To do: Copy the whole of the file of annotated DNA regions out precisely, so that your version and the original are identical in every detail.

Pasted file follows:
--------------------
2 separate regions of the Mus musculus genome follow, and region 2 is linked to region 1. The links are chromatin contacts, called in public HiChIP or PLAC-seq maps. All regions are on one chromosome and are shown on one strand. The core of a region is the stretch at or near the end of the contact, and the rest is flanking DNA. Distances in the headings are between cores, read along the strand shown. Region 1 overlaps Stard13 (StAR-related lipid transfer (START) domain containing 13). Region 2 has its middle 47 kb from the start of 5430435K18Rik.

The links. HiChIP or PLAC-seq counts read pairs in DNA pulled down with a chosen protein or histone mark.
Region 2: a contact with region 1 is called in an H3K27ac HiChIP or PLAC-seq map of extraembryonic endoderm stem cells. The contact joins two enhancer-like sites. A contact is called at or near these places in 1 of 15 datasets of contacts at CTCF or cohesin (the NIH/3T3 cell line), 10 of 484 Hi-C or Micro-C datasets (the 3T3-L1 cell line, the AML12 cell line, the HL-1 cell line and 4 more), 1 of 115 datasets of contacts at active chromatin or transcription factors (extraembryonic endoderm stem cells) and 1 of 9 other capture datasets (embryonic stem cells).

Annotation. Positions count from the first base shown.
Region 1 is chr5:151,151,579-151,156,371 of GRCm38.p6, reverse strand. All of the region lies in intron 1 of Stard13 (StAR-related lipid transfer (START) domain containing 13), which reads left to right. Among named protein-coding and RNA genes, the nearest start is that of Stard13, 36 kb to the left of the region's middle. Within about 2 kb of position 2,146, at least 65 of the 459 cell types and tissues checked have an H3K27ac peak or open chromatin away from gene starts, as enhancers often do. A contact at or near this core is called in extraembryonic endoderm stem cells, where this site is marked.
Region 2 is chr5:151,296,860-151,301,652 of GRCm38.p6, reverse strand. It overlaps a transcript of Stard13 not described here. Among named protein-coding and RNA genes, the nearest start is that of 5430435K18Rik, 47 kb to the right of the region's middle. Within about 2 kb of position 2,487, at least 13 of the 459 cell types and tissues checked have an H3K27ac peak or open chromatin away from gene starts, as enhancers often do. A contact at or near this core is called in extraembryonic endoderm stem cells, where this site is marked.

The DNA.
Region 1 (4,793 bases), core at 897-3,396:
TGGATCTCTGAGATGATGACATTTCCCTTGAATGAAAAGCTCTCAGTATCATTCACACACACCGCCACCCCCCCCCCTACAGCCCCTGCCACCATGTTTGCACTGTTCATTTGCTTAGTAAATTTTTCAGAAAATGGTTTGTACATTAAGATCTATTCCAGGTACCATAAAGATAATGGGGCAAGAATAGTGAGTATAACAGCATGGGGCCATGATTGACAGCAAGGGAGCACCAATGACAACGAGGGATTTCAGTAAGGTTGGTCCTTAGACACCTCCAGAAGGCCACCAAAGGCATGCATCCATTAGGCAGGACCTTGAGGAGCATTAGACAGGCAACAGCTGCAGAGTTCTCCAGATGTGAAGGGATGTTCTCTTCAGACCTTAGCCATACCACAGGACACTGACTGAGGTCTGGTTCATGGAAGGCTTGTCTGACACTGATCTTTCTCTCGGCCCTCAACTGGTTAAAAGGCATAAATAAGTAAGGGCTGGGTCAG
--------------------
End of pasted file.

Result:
2 separate regions of the Mus musculus genome follow, and region 2 is linked to region 1. The links are chromatin contacts, called in public HiChIP or PLAC-seq maps. All regions are on one chromosome and are shown on one strand. The core of a region is the stretch at or near the end of the contact, and the rest is flanking DNA. Distances in the headings are between cores, read along the strand shown. Region 1 overlaps Stard13 (StAR-related lipid transfer (START) domain containing 13). Region 2 has its middle 47 kb from the start of 5430435K18Rik.

The links. HiChIP or PLAC-seq counts read pairs in DNA pulled down with a chosen protein or histone mark.
Region 2: a contact with region 1 is called in an H3K27ac HiChIP or PLAC-seq map of extraembryonic endoderm stem cells. The contact joins two enhancer-like sites. A contact is called at or near these places in 1 of 15 datasets of contacts at CTCF or cohesin (the NIH/3T3 cell line), 10 of 484 Hi-C or Micro-C datasets (the 3T3-L1 cell line, the AML12 cell line, the HL-1 cell line and 4 more), 1 of 115 datasets of contacts at active chromatin or transcription factors (extraembryonic endoderm stem cells) and 1 of 9 other capture datasets (embryonic stem cells).

Annotation. Positions count from the first base shown.
Region 1 is chr5:151,151,579-151,156,371 of GRCm38.p6, reverse strand. All of the region lies in intron 1 of Stard13 (StAR-related lipid transfer (START) domain containing 13), which reads left to right. Among named protein-coding and RNA genes, the nearest start is that of Stard13, 36 kb to the left of the region's middle. Within about 2 kb of position 2,146, at least 65 of the 459 cell types and tissues checked have an H3K27ac peak or open chromatin away from gene starts, as enhancers often do. A contact at or near this core is called in extraembryonic endoderm stem cells, where this site is marked.
Region 2 is chr5:151,296,860-151,301,652 of GRCm38.p6, reverse strand. It overlaps a transcript of Stard13 not described here. Among named protein-coding and RNA genes, the nearest start is that of 5430435K18Rik, 47 kb to the right of the region's middle. Within about 2 kb of position 2,487, at least 13 of the 459 cell types and tissues checked have an H3K27ac peak or open chromatin away from gene starts, as enhancers often do. A contact at or near this core is called in extraembryonic endoderm stem cells, where this site is marked.

The DNA.
Region 1 (4,793 bases), core at 897-3,396:
TGGATCTCTGAGATGATGACATTTCCCTTGAATGAAAAGCTCTCAGTATCATTCACACACACCGCCACCCCCCCCCCTACAGCCCCTGCCACCATGTTTGCACTGTTCATTTGCTTAGTAAATTTTTCAGAAAATGGTTTGTACATTAAGATCTATTCCAGGTACCATAAAGATAATGGGGCAAGAATAGTGAGTATAACAGCATGGGGCCATGATTGACAGCAAGGGAGCACCAATGACAACGAGGGATTTCAGTAAGGTTGGTCCTTAGACACCTCCAGAAGGCCACCAAAGGCATGCATCCATTAGGCAGGACCTTGAGGAGCATTAGACAGGCAACAGCTGCAGAGTTCTCCAGATGTGAAGGGATGTTCTCTTCAGACCTTAGCCATACCACAGGACACTGACTGAGGTCTGGTTCATGGAAGGCTTGTCTGACACTGATCTTTCTCTCGGCCCTCAACTGGTTAAAAGGCATAAATAAGTAAGGGCTGGGTCAG